How to Make Turkish Coffee

"Coffee should be black as Hell, strong as death, and sweet as love."
-Turkish Proverb

Ingredients:

Instructions:
To prepare Turkish coffee, you will need an ibrik. The sizes of ibriks can vary greatly, making it difficult to provide exact measurements. As a general rule, you can't have too much sugar or too much coffee! Spoon several teaspoons of sugar into the bottom of the pot. Fill the pot with purified or spring water up to the point where the pot begins to narrow. Fill the rest of the space, up to the very rim, with extra-fine coffee grounds (any ground spices can be added to the coffee grounds, or if ground is unavailable, whole spices can be thrown in with the sugar). For Turkish coffee to work, you must grind it until it is as fine as baby powder. If you don't have a grinder that can manage this, just ask your local coffeehouse to grind your beans for you before you go. Be sure to tell them you will be brewing Turkish-style.

Place the pot on your stove burner at a low setting (remember, it used to simply cook by sitting on hot desert sands!). As it begins to heat, you'll notice the grounds becoming wet from the water below. Soon after, it will begin to foam upward. Take the pot off the heat before it boils over, and stir it for a few seconds until the foam subsides a bit. Repeat two more times. Pour into demitasse cups (or, if you're like me, pour all of it into one big cup) and serve. The coffee will and indeed should have grounds still in it. They will quickly subside to the bottom of the cup. Drink until it becomes impossible (which is my general rule for all coffee!).

© Cafe Nation 2000


How to Do Traditional Coffee Divination

We have a sort of Mother Witch . . . which are the Coffee and Tea Throwers to tell People's fortunes.
-From Round About Our Coal-Fire, 1731

"If you want to improve your understanding, drink coffee."
-Sydney Smith, 1771-1845

Reading Coffee Grounds
The most well-known coffee divination technique is the reading of coffee grounds. The method is virtually identical to tea leaf divination, and both are known collectively by the term Tasseography. To read coffee grounds, you will of course need to prepare your coffee in such a way that there are grounds to read. If you are at a coffee house, the residue from a cappuccino will work nicely as well-just make sure that the cup is not so tall that you can't see clearly all the way to the bottom.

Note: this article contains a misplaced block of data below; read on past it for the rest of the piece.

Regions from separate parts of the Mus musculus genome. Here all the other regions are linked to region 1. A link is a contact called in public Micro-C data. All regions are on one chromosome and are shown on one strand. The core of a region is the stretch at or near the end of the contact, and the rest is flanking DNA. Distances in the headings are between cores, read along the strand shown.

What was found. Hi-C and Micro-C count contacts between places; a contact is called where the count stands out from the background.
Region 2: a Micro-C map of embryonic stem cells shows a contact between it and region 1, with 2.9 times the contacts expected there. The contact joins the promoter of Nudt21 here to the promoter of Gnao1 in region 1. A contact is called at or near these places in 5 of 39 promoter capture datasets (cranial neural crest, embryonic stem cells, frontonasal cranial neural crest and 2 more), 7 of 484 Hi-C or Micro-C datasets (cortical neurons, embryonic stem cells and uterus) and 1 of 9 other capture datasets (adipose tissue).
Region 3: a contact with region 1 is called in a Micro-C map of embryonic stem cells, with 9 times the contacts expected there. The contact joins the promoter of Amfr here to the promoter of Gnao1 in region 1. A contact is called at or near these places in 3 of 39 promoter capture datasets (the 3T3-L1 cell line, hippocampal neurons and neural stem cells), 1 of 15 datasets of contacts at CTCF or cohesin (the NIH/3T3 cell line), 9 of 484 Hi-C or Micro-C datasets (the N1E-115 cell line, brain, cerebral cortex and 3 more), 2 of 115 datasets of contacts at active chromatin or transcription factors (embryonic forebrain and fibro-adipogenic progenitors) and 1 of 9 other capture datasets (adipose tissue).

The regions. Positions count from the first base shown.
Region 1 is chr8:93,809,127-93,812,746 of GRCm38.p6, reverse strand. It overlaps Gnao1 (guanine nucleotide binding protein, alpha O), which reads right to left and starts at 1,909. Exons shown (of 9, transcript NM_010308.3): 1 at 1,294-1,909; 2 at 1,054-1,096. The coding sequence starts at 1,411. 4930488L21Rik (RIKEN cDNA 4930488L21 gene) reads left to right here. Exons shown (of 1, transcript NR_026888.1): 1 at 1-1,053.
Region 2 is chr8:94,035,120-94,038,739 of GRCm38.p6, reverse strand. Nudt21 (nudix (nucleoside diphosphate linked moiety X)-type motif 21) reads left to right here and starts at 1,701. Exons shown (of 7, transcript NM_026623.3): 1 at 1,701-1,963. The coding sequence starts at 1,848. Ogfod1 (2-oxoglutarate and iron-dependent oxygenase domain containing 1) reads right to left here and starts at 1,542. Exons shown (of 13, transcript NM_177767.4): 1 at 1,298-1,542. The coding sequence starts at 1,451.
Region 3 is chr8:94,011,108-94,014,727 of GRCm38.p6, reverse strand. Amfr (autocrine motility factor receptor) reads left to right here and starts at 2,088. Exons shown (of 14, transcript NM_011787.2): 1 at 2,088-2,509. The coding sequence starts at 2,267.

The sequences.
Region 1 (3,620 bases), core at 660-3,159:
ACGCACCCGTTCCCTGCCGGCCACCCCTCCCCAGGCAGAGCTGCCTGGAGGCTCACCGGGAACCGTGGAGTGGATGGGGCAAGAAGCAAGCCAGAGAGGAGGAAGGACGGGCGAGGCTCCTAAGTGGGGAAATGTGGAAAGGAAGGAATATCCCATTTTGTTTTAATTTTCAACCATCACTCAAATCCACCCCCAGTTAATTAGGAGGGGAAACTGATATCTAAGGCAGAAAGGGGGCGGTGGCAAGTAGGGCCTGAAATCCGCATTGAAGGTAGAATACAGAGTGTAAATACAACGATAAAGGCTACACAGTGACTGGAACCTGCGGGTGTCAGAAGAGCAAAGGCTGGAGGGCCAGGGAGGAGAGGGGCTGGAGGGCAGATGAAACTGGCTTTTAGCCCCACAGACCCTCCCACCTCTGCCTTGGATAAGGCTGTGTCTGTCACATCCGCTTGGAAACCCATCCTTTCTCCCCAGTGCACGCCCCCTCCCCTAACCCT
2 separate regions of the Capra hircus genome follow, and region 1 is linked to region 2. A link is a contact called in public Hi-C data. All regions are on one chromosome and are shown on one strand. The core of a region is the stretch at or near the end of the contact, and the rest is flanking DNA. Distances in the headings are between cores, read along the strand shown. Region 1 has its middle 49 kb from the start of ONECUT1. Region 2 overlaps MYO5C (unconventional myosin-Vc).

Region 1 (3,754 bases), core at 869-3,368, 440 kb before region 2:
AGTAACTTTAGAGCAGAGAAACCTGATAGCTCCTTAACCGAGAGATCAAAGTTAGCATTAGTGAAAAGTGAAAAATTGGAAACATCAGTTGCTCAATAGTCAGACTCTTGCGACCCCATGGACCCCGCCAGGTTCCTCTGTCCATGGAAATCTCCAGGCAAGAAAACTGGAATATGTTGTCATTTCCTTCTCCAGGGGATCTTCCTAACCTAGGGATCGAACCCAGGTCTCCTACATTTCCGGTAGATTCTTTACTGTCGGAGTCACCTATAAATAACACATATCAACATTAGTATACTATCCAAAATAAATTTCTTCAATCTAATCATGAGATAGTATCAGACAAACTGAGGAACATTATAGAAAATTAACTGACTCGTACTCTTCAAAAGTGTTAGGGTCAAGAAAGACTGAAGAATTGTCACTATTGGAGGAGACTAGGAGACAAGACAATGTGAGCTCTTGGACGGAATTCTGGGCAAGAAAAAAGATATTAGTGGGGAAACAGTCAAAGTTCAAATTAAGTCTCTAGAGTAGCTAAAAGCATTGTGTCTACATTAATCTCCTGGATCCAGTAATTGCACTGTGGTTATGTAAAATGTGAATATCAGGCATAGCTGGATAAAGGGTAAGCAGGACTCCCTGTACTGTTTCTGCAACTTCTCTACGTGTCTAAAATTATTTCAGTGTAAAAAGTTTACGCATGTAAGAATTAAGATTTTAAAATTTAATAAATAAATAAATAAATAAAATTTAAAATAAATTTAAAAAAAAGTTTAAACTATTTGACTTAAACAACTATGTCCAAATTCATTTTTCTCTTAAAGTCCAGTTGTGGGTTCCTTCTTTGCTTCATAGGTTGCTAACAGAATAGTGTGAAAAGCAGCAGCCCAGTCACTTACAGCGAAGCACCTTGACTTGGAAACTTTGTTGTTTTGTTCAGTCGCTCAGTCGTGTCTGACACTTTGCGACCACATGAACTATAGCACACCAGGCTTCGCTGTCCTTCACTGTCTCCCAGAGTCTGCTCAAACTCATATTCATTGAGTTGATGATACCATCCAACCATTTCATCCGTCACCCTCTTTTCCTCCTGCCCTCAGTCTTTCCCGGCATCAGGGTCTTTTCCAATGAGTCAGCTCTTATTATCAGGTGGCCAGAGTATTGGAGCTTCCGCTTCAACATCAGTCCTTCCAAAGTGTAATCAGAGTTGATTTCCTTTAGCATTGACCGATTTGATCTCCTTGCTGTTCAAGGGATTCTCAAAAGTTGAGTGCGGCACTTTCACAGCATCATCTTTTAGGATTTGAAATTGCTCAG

Ask yourself the following question: "What do I need to know about my present situation?"

What do you now see in the cup? The grounds will arrange themselves in random patterns. Interpreting the patterns is a little like a Rorschach test or laying on your back reading cloud formations. What you see and what it means to you will be very individual-two people reading the same cup can come up with very different interpretations, and both can be equally true.

Now, take out a piece of paper and pen, and in a stream-of-consciousness style, begin jotting down your thoughts as you casually meditate on the shapes you see there. Above all, don't edit yourself. If the first thing that comes to mind has nothing to do with the coffee, jot it down anyway. For example, the first thing that enters your thoughts might be the dry-cleaning you need to pick up that afternoon. Write it down, all the while continuing to stare at your cup as if you were lying face up on your lawn staring at the clouds above. As much as possible, don't even look at the paper you are writing upon-keep your eyes on the grounds in your cup. It doesn't matter if your writing is illegible-it will be legible enough to you when you go back to it, if only enough so as to jar your memory to recall what your thoughts were at that moment.

Continue writing for at least ten minutes. This will be long enough for you to enter the first stages of a meditative state, both by the exercise of looking at one thing and by the rhythmic pattern of your free association and the motion of your hand upon the paper. If your mind keeps wandering back to your dry-cleaning let it. Observe the thought, jot it down, and let it pass, moving onward to whatever comes next as you continue to stare at the cup.

When you do readings yourself, you needn't feel you need to read every cluster of grounds in your cup (remember-you can also read the remains of foam at the bottom of your cappuccino cup instead of grounds). If you are drinking Turkish coffee, there are so many grounds this would take you forever! Interpret only what speaks to you. In fact, some of what may come to mind as you do the reading might not seem to have anything to do with what is in the cup at all. There is no right or wrong here. Each of your interpretations are "correct." You really do have all the answers within you. Most of the time we just don't want to hear the real answer. Trust yourself.

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© Cafe Nation 2000